I have laughed and cried within seconds, and I don’t think it’s because I’m bipolar, because I’m not. But you know what I’m saying, like, like, it’s just, it can vacillate so, so quickly, and that bringing humor to a situation just gives us a moment of, of joy, even in hell because there is such a balance. Isn’t that part of Buddhism or something, that there that there is so much of a balance in nature, and that you really don’t know the joy unless you have received the nadir? And I think COVID has been really difficult for people who are in mourning because people are – even if you look at Facebook, or any social media, you’ll see “oh, sorry about your mom, sorry about your dad”. And I’m going, “my goodness, there were systems in place to support the severity of this loss”. And I remember when my sister Bonnie died in the end of 2017, just piles and piles of people sending their regards, especially because Bonnie was such an exceptional human. But – and I don’t say that as your sister, she was an exceptional human – but I was like, what do they know that I don’t know? Even though I had suffered that kind of loss with my dad, it was, then all of a sudden, when it hits you, you go “oh”, and so to share pain, and to share memory, and to share this experience, and to not negate it; but to kind of wade through it gets you to the other side. This last year has been very difficult for me. My husband died right at the beginning of the pandemic. And again, it’s been a very complicated grief for me. So my grief is different than my daughter’s. And sometimes when I see her weeping, just weeping, and I look and I think oh, I wish I were there. Until I realized that if I were consoling someone, I would say “your grief path is your grief path”. And I am so- I welcome everything from the distraction of you know, getting our noses pierced together, my daughter and I, or any other event that doesn’t stop the process, but makes it just slightly more palatable to get through the minute and then the hour and then the day. And then time has passed in something that was biting and stabbing. Maybe, I don’t care how long it takes, it takes what it takes. You start being a little more patient with yourself, and you live in it. And part of it starts- you start realizing you know your dog is rolling and shit while you are in a shit place and you’re laughing as you’re trying to clean shit off your dog. You know what I mean? You’re going “everything is shitty and horrible”, but you’re laughing. I invite people to find those people that make you laugh in the middle of hell. Those people are your saviors. They really are. And I live in comedy and even then I was in hell. All my friends are funny. That’s like saying “do you breathe?” Do you not I mean? So, you know, and that I will be sitting alone and making myself crack up with something very, very stupid. Which then I discover I am laughing, and I might be crying at the same time. And that it is okay to simultaneously grieve and laugh at the same time. Also, I do believe that our dead relatives and friends and even the job you lost, they would not want you to walk around being sad because that wins. That means sadness or bitterness or anything negative wins, that the way to clock great revenge on that is to pursue joy and happiness. And even for an hour in a room of rabbis who are all suffering from compassion fatigue, that all of us could be sitting there laughing together. Me also laughing at the fact that I have no right to be in a room full of rabbis. Rebbe means wise person and I’m like, “awh Jesus, I’m the line leader holding the Purell right now? This is not okay!” And so I’m laughing at myself, and like who gave me status? This is ridiculous.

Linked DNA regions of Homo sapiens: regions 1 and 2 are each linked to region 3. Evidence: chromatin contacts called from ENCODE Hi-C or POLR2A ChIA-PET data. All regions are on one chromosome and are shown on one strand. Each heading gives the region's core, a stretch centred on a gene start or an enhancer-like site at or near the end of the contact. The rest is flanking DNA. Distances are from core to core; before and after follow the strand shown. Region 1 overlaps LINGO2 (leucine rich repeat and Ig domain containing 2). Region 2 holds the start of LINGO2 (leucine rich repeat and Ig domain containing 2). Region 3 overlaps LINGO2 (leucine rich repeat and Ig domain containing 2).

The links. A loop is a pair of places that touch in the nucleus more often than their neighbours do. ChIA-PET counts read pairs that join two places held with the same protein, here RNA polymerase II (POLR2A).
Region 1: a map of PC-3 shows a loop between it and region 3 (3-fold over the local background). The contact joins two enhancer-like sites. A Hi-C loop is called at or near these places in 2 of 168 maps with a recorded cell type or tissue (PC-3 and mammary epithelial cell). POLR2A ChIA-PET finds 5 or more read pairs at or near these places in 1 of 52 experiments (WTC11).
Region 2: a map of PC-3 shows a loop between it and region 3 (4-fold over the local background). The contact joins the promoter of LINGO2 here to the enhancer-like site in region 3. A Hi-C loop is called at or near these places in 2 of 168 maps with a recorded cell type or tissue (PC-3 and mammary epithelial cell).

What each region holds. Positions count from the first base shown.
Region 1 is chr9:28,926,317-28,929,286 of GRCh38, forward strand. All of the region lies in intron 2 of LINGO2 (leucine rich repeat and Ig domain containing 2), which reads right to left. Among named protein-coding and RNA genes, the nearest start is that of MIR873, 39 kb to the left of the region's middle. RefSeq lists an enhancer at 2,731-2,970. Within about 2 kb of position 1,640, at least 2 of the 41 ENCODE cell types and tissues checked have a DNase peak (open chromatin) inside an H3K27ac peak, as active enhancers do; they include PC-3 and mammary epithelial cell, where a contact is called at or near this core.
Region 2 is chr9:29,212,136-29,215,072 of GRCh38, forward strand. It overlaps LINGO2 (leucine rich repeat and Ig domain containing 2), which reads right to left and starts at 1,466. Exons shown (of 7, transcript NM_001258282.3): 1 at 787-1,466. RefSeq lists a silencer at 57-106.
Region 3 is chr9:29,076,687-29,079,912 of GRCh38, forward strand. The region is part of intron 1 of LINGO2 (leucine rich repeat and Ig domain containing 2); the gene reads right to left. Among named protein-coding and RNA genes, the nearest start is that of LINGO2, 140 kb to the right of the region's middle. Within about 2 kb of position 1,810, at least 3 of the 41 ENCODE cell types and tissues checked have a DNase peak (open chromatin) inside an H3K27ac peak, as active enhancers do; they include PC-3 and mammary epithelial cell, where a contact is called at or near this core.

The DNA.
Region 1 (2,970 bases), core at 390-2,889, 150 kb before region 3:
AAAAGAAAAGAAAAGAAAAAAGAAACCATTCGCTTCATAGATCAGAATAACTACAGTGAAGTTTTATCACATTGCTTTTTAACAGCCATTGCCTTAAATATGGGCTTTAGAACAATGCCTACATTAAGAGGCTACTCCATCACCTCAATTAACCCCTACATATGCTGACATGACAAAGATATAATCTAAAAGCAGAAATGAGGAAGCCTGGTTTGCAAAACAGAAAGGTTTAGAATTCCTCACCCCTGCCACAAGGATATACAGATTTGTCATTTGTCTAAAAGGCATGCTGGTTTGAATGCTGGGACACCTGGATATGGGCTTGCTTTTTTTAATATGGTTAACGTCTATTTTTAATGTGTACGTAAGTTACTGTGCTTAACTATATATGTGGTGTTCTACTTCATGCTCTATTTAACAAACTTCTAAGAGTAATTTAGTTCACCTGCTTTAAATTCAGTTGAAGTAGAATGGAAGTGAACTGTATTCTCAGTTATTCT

Jessamyn  19:44